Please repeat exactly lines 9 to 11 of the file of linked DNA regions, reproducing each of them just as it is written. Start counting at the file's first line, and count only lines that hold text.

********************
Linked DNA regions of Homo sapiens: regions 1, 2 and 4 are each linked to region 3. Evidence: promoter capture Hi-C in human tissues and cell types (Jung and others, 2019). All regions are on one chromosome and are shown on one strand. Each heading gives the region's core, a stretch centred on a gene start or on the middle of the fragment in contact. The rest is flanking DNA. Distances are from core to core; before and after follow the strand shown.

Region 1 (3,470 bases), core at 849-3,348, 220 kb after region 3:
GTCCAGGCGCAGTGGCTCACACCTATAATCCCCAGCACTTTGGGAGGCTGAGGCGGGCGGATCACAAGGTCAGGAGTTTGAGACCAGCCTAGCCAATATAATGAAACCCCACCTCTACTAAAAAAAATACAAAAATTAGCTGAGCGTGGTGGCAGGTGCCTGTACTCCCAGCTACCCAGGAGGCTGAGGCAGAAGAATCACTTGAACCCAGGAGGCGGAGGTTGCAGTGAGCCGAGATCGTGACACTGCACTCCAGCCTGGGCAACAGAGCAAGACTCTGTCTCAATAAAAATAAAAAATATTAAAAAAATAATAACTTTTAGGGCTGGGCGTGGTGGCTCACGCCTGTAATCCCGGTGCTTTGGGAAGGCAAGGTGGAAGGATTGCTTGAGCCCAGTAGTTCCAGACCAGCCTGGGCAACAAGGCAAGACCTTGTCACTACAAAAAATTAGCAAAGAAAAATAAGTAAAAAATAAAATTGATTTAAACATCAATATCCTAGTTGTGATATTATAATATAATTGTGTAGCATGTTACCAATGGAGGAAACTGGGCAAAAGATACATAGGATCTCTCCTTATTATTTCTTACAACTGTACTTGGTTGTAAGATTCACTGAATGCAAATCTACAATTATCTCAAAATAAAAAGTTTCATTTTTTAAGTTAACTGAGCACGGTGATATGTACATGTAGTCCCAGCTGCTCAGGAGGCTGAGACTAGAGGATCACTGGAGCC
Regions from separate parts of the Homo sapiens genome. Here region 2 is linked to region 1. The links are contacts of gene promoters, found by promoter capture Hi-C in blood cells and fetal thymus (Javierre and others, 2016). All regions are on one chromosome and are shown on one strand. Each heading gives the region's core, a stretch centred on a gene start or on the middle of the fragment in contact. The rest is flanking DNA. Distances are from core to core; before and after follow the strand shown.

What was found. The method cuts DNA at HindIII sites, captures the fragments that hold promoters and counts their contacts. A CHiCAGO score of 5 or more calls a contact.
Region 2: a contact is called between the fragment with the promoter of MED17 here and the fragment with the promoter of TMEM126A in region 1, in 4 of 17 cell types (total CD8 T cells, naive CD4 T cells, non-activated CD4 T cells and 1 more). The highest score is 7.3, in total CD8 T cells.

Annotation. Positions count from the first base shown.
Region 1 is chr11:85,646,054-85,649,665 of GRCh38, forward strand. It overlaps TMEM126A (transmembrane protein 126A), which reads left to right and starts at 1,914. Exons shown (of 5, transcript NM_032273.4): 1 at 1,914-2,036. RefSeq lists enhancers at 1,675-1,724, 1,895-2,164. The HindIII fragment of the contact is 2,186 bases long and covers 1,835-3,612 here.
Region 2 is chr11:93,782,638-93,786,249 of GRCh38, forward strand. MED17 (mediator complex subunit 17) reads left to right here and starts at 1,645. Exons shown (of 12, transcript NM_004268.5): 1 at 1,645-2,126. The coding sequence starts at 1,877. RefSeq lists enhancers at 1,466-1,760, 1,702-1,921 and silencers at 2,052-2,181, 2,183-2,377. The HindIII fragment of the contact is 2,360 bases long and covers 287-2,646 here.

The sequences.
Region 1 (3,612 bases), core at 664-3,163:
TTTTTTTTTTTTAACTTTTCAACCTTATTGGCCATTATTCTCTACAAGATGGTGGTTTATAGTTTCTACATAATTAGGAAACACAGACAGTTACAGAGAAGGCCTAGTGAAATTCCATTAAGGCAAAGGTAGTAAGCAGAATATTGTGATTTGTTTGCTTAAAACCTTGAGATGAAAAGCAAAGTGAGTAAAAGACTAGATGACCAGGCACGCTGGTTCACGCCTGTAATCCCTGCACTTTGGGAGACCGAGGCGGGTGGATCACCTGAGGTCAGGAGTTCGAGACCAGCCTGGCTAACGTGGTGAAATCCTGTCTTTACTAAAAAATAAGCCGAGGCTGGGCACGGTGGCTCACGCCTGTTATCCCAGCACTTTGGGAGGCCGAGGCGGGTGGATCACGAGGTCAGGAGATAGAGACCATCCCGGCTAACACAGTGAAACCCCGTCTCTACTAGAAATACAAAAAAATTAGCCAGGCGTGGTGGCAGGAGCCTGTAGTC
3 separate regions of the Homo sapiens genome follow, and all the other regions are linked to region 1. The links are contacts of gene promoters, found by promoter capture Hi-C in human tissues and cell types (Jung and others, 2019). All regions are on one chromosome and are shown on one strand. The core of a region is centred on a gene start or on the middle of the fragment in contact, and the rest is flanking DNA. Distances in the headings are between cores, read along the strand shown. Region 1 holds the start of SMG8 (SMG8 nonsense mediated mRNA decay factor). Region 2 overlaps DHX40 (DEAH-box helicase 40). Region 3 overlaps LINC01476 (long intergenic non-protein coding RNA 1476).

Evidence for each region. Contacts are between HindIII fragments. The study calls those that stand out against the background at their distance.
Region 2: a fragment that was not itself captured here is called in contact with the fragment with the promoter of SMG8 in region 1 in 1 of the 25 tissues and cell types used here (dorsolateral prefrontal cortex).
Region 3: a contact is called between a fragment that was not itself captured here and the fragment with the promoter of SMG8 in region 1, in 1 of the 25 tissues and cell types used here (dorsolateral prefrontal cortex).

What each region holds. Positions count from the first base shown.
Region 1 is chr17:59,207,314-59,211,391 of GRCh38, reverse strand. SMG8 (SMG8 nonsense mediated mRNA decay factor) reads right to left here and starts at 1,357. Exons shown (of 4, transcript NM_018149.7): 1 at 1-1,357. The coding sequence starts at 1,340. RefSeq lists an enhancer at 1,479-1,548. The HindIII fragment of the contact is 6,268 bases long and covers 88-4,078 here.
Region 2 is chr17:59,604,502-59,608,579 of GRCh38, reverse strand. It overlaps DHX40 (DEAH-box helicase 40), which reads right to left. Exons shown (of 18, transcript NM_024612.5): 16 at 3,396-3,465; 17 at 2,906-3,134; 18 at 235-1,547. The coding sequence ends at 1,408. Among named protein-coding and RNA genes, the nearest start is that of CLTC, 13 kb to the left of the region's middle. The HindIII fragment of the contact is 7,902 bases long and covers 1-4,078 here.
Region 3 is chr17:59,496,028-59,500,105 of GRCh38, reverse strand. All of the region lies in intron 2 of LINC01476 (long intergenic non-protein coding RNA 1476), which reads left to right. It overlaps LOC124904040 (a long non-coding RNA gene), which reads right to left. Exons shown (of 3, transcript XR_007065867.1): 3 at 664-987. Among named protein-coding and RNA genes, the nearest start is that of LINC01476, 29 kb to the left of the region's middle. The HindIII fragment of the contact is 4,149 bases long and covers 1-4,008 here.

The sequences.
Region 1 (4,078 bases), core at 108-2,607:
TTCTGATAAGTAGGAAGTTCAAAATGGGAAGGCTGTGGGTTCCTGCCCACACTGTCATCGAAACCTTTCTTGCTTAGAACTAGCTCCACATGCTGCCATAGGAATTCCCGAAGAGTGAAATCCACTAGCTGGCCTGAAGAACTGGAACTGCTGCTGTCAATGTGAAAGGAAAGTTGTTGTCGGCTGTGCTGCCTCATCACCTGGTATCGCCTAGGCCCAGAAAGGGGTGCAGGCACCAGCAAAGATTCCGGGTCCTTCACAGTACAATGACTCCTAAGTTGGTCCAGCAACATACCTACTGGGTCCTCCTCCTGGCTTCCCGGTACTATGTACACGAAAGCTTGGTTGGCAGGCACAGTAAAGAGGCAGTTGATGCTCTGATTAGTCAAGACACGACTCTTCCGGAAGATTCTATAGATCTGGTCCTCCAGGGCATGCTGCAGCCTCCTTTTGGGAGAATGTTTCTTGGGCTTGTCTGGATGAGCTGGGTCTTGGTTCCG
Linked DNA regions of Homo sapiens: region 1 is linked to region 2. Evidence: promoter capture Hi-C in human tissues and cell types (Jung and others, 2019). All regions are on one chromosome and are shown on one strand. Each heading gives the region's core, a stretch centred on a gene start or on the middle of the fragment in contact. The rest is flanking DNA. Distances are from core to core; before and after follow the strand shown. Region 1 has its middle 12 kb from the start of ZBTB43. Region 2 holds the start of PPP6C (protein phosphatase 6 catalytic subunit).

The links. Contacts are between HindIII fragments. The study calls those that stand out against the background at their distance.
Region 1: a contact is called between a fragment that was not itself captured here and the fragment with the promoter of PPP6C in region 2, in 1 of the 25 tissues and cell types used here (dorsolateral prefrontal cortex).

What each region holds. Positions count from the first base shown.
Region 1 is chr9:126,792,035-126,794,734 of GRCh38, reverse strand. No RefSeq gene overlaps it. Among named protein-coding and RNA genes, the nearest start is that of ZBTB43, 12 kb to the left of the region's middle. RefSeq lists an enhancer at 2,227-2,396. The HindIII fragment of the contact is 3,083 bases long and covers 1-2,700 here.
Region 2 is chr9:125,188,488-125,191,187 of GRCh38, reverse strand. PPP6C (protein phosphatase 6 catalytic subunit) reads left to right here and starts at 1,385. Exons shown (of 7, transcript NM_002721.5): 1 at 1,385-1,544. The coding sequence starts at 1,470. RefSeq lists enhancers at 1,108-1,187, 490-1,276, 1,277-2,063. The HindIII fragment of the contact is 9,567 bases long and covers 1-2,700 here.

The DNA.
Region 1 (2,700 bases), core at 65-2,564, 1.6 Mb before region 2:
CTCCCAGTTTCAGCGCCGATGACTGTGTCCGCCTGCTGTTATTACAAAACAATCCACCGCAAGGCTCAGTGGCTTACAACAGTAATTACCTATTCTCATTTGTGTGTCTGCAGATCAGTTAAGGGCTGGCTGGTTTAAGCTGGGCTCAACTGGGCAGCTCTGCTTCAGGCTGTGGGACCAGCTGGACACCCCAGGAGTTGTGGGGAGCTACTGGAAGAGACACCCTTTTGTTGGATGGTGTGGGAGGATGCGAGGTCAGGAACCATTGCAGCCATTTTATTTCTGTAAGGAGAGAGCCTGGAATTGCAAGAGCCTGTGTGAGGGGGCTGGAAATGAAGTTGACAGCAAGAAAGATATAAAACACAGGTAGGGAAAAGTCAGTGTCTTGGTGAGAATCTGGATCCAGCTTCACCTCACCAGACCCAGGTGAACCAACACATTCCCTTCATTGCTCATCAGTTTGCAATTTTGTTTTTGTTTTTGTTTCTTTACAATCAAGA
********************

Region 2 is chr11:93,782,638-93,786,249 of GRCh38, forward strand. MED17 (mediator complex subunit 17) reads left to right here and starts at 1,645. Exons shown (of 12, transcript NM_004268.5): 1 at 1,645-2,126. The coding sequence starts at 1,877. RefSeq lists enhancers at 1,466-1,760, 1,702-1,921 and silencers at 2,052-2,181, 2,183-2,377. The HindIII fragment of the contact is 2,360 bases long and covers 287-2,646 here.

The sequences.
Region 1 (3,612 bases), core at 664-3,163: